Brazil’s PAA: Policy driven food systems
Brazil has designed and implemented several highly innovative policy instruments to enhance food security. Most of these fall under the “Fome Zero” or “Zero Hunger” strategy launched in 2003, under the presidency of Mr Lula da Silva. These have drastically reduced the number of undernourished people in the country. One of the most important elements of this strategy is the PAA, or the Food Acquisition Programme. This article explains why it is so highly regarded.
The PAA supports family farmers by stimulating the creation of regional markets which are more suitable for small-scale producers than the regular commodity markets. Food is acquired from family farmers and used by the public sector and civil society organisations involved in social programmes (in schools or hospitals, etc.). These actors distribute the products amongst people who have difficulties in accessing food or at risk of malnutrition. Since 2003, more than 3,5 billion reais have been spent on acquiring approximately 3.1 million tonnes of food (1 real = €0.44). On average the programme involves around 160 thousand family farmers per year. The food has been distributed by about 25 thousand organisations who, in turn, reach 15 million people.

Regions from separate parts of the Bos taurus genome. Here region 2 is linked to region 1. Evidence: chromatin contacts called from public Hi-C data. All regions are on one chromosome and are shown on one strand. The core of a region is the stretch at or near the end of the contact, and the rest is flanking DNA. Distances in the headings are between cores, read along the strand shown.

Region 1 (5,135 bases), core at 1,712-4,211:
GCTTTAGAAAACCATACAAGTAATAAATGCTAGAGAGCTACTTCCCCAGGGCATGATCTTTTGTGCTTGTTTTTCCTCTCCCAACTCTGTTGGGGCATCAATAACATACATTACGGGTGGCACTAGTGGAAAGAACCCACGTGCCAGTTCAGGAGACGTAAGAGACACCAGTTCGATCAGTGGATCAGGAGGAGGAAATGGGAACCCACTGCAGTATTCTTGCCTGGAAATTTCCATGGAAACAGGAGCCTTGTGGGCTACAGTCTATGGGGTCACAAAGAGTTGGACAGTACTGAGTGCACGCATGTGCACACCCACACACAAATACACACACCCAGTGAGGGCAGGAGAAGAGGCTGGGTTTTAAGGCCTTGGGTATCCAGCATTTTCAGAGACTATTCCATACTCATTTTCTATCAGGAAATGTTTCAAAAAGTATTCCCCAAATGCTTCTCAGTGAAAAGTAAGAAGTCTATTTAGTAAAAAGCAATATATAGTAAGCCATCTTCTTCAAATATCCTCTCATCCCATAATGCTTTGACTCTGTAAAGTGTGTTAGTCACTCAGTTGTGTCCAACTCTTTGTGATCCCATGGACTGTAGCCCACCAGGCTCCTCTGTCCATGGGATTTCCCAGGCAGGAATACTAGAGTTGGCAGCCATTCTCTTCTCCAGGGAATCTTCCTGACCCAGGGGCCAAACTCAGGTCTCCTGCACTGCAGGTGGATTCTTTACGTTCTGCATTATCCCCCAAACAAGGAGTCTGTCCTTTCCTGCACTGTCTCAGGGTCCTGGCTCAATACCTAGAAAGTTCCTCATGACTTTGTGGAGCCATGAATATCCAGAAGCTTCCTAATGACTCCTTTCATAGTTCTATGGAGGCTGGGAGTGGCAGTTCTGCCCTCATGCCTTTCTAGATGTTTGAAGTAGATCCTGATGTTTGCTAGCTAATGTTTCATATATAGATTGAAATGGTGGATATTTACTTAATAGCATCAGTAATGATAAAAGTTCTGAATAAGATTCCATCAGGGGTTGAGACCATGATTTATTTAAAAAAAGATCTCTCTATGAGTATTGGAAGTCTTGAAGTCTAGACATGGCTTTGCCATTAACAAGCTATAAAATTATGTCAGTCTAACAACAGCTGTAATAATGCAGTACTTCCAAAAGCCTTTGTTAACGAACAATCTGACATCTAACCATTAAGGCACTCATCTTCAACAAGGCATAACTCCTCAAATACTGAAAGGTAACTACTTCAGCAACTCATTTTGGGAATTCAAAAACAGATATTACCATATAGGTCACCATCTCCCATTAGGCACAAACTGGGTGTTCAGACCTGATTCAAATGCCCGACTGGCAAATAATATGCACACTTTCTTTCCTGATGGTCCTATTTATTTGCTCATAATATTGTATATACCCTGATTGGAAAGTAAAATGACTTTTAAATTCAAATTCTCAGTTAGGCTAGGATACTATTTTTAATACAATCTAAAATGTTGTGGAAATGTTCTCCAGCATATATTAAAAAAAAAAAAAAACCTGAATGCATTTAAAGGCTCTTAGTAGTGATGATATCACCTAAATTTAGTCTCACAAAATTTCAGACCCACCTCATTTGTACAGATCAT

Strengthening family farming...
The PAA was established with the objective of guaranteeing access to a regular supply of high-quality food to people facing food or nutritional insecurity and to improve social inclusion in rural areas. The PAA has strengthened family farming by creating new markets and making existing ones more robust, guaranteeing sales at higher prices and promoting traditional and regional products and practices.
The programme is helping to restore or recreate a “peasant way of life”, an approach to farming that has for long been eroded by “agricultural modernisation”. Since the 1960s, farmers throughout the country have been pushed towards specialisation, monocultures and commodity production, all of which have increased their vulnerability. The PAA is stimulating a “countermovement”, helping farmers to diversify their production. The PAA purchases a diverse range of fruits, vegetables, processed goods and animal products. This has also revalorised local products which have little or no commercial value in commodity markets. Research conducted in the state of Rio Grande do Norte, for example, has shown that 42% of the participating farmers began to grow new products as a result of the programme. Such diversification has helped their incomes remain more stable, offsetting the seasonality of commodity production and the climatic, financial and other risks involved. As a result, farmers have become less vulnerable and more autonomous.